How does Don Julio handle the Argentines’ preference for their own home cooking (as compared to “eating out”)? (My Argentinian friends consider their homemade barbecue to be incomparable.)

When you asked that question, an incredible, powerful concept came to mind. I thought of Chombasia cooking (a culinary term invented by Panamanian chef Mario Castrellón), which is a fusion of Chinese and Afro flavors generated by the history of the country (Panama). I find that incredible. Something similar happened to us in Argentina. We’re surrounded by fields, cattle, fire. There’s a griller in every Argentine. And the whole country lives that culture. When you were little, your father would barbecue and you’d collect sticks for the fire. Then he’d let you light it. Then you’d watch over it, and at some point, your dad would be drinking wine and you could start grilling. It is the barbecue cycle that happens in every home. It’s so hard to satisfy Argentines because they know how to do it themselves. It’s a challenge when we cook for an Argentine, which is why we’re so pleased that Argentines are happy with what we do.

I’ve read how important raw materials are to you. What makes Don Julio’s special?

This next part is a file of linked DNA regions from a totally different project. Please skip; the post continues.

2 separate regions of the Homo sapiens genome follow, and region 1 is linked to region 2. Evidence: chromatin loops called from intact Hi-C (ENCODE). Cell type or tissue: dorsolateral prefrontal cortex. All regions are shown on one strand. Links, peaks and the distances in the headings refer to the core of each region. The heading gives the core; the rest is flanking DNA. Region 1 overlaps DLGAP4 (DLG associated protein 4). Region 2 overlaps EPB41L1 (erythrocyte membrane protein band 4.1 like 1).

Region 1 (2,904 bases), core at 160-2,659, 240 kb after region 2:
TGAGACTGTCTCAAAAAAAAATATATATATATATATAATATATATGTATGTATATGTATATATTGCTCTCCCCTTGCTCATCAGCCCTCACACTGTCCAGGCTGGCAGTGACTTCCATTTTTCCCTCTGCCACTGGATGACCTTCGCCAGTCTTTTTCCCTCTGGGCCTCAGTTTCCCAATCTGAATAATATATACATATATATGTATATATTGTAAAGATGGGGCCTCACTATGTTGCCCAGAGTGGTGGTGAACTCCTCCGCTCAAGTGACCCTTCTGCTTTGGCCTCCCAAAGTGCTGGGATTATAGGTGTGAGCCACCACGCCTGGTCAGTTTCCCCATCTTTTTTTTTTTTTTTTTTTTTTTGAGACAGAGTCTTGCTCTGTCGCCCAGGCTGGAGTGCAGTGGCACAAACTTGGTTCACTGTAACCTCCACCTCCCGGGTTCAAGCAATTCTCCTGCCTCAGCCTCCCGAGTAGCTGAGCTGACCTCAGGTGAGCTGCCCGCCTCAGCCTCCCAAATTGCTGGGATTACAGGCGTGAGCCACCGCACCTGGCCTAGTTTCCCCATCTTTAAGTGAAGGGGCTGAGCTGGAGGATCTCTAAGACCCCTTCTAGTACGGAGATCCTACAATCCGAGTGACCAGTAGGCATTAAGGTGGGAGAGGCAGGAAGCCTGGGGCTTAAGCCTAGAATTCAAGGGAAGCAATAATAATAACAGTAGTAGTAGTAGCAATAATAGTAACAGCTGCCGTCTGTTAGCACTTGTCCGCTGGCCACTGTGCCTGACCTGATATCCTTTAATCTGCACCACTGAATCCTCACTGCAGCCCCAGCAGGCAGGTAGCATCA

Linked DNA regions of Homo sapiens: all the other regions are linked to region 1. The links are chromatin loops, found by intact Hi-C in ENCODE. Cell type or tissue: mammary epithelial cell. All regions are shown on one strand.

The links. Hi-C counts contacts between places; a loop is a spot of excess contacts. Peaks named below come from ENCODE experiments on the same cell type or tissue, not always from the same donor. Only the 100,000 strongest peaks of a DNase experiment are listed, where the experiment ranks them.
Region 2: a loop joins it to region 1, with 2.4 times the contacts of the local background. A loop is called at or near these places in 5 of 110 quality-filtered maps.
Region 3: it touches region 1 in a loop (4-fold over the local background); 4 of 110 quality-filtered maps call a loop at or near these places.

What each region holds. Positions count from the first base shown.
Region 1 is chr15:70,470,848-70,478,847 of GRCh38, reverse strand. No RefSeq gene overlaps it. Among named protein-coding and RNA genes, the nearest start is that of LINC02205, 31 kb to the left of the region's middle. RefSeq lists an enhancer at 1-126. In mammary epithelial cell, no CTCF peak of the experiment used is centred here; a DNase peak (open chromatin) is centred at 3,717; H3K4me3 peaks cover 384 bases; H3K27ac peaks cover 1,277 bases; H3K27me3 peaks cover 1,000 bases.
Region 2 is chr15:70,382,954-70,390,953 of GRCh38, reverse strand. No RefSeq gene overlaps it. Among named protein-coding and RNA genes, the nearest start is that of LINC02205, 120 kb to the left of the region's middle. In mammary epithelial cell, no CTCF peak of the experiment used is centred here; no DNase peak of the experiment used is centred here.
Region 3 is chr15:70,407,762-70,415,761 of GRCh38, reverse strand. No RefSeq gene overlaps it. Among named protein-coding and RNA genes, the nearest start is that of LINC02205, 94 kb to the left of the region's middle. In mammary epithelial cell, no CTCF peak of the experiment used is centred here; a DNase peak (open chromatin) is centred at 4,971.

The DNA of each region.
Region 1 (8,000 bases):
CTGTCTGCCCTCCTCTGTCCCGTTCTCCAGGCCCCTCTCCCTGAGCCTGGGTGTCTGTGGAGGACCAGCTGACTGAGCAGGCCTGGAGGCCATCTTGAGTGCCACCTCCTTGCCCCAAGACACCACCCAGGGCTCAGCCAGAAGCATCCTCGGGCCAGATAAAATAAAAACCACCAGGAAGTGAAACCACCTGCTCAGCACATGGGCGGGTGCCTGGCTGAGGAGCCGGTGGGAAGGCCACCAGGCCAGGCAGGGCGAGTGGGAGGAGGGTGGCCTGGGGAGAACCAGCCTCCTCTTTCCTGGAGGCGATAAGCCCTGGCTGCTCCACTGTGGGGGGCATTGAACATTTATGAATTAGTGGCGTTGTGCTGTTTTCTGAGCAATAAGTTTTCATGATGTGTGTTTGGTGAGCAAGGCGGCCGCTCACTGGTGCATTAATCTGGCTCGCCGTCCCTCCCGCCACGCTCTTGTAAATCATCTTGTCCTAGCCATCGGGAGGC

Our special thing is that we work with the most important food in the history of mankind. And we’re lucky to be in Argentine territory: an immense plain, where cattle are raised in a unique way. Capturing carbon and regenerating soils help the environment, contrary to everything that people say about meat. We have a positive carbon footprint and a 200-year history of serious production, in addition to 100 years of genetic work with British breeds, which has led to an extremely high-quality product. In fact, Argentina celebrates an annual rural fair attended by buyers of genetics from all over the world. That’s what makes Don Julio special: we select what we consider to be the best of what Argentina does. We just serve from the culinary landscape at hand; we serve from the best that our geography has to offer.

What’s the balance between tradition and innovation? How much do you experiment in the kitchen at Don Julio?

We never set out to try to be innovative, or generate a “wow factor.” Our goal is to lift our cuisine, culture, and roots to their maximum expression. We look back at what came before to recover the origins of certain recipes and ways of producing. And that, coincidentally, has brought us a long way. We began to understand that it wasn’t possible for a herbivore (livestock) to be the cause of environmental problems. We started to investigate and found that it is about how the meat is produced, not the herbivore. Our current project is regenerative livestock farming, which means you are supporting carbon capture and soil regeneration every time you eat a piece of meat at Don Julio. We didn’t get there by trying to be innovative; we got there by doing a better job.

hat does Pablo Rivero say to a diner who asks for a well-done steak?

If that’s how you like it, that’s fine, but I’ll also tell you the best way to eat the cut you choose. If you eat it less cooked, you’ll enjoy it much more because you’ll feel the quality of the product. But it’s up to people to choose for themselves; you don’t have to be anyone’s teacher.